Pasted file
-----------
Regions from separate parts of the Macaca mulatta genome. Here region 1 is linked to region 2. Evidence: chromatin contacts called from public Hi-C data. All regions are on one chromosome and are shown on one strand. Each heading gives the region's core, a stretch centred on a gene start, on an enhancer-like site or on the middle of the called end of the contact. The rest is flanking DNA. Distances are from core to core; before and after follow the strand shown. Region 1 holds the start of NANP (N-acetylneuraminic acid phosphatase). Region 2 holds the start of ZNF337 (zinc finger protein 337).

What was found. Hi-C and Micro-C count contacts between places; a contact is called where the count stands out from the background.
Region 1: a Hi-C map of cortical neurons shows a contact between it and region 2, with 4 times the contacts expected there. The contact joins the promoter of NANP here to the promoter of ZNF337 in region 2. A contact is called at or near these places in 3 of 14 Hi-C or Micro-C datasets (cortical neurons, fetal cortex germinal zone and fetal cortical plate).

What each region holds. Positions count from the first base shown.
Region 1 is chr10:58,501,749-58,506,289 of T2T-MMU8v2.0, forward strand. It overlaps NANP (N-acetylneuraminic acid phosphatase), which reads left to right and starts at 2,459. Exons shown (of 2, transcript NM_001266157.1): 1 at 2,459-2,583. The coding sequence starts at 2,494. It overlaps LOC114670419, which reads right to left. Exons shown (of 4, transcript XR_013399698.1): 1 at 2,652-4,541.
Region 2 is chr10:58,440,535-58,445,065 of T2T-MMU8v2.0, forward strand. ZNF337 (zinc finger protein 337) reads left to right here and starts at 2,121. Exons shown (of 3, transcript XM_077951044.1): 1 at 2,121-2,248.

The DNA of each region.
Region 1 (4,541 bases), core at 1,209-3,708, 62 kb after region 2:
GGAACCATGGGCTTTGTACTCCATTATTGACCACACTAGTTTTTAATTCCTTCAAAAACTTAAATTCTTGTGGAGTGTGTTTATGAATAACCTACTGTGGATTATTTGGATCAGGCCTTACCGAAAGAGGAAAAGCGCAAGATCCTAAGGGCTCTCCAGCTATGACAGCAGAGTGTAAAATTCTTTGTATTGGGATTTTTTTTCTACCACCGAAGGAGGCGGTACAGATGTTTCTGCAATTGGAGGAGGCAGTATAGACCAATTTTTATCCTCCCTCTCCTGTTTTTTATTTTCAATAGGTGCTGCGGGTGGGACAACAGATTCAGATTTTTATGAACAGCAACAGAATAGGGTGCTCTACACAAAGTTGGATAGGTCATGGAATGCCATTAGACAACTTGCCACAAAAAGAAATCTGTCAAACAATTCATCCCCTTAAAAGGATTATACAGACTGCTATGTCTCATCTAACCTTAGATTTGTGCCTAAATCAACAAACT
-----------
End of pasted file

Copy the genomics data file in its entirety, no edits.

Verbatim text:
Regions from separate parts of the Macaca mulatta genome. Here region 1 is linked to region 2. Evidence: chromatin contacts called from public Hi-C data. All regions are on one chromosome and are shown on one strand. Each heading gives the region's core, a stretch centred on a gene start, on an enhancer-like site or on the middle of the called end of the contact. The rest is flanking DNA. Distances are from core to core; before and after follow the strand shown. Region 1 holds the start of NANP (N-acetylneuraminic acid phosphatase). Region 2 holds the start of ZNF337 (zinc finger protein 337).

What was found. Hi-C and Micro-C count contacts between places; a contact is called where the count stands out from the background.
Region 1: a Hi-C map of cortical neurons shows a contact between it and region 2, with 4 times the contacts expected there. The contact joins the promoter of NANP here to the promoter of ZNF337 in region 2. A contact is called at or near these places in 3 of 14 Hi-C or Micro-C datasets (cortical neurons, fetal cortex germinal zone and fetal cortical plate).

What each region holds. Positions count from the first base shown.
Region 1 is chr10:58,501,749-58,506,289 of T2T-MMU8v2.0, forward strand. It overlaps NANP (N-acetylneuraminic acid phosphatase), which reads left to right and starts at 2,459. Exons shown (of 2, transcript NM_001266157.1): 1 at 2,459-2,583. The coding sequence starts at 2,494. It overlaps LOC114670419, which reads right to left. Exons shown (of 4, transcript XR_013399698.1): 1 at 2,652-4,541.
Region 2 is chr10:58,440,535-58,445,065 of T2T-MMU8v2.0, forward strand. ZNF337 (zinc finger protein 337) reads left to right here and starts at 2,121. Exons shown (of 3, transcript XM_077951044.1): 1 at 2,121-2,248.

The DNA of each region.
Region 1 (4,541 bases), core at 1,209-3,708, 62 kb after region 2:
GGAACCATGGGCTTTGTACTCCATTATTGACCACACTAGTTTTTAATTCCTTCAAAAACTTAAATTCTTGTGGAGTGTGTTTATGAATAACCTACTGTGGATTATTTGGATCAGGCCTTACCGAAAGAGGAAAAGCGCAAGATCCTAAGGGCTCTCCAGCTATGACAGCAGAGTGTAAAATTCTTTGTATTGGGATTTTTTTTCTACCACCGAAGGAGGCGGTACAGATGTTTCTGCAATTGGAGGAGGCAGTATAGACCAATTTTTATCCTCCCTCTCCTGTTTTTTATTTTCAATAGGTGCTGCGGGTGGGACAACAGATTCAGATTTTTATGAACAGCAACAGAATAGGGTGCTCTACACAAAGTTGGATAGGTCATGGAATGCCATTAGACAACTTGCCACAAAAAGAAATCTGTCAAACAATTCATCCCCTTAAAAGGATTATACAGACTGCTATGTCTCATCTAACCTTAGATTTGTGCCTAAATCAACAAACT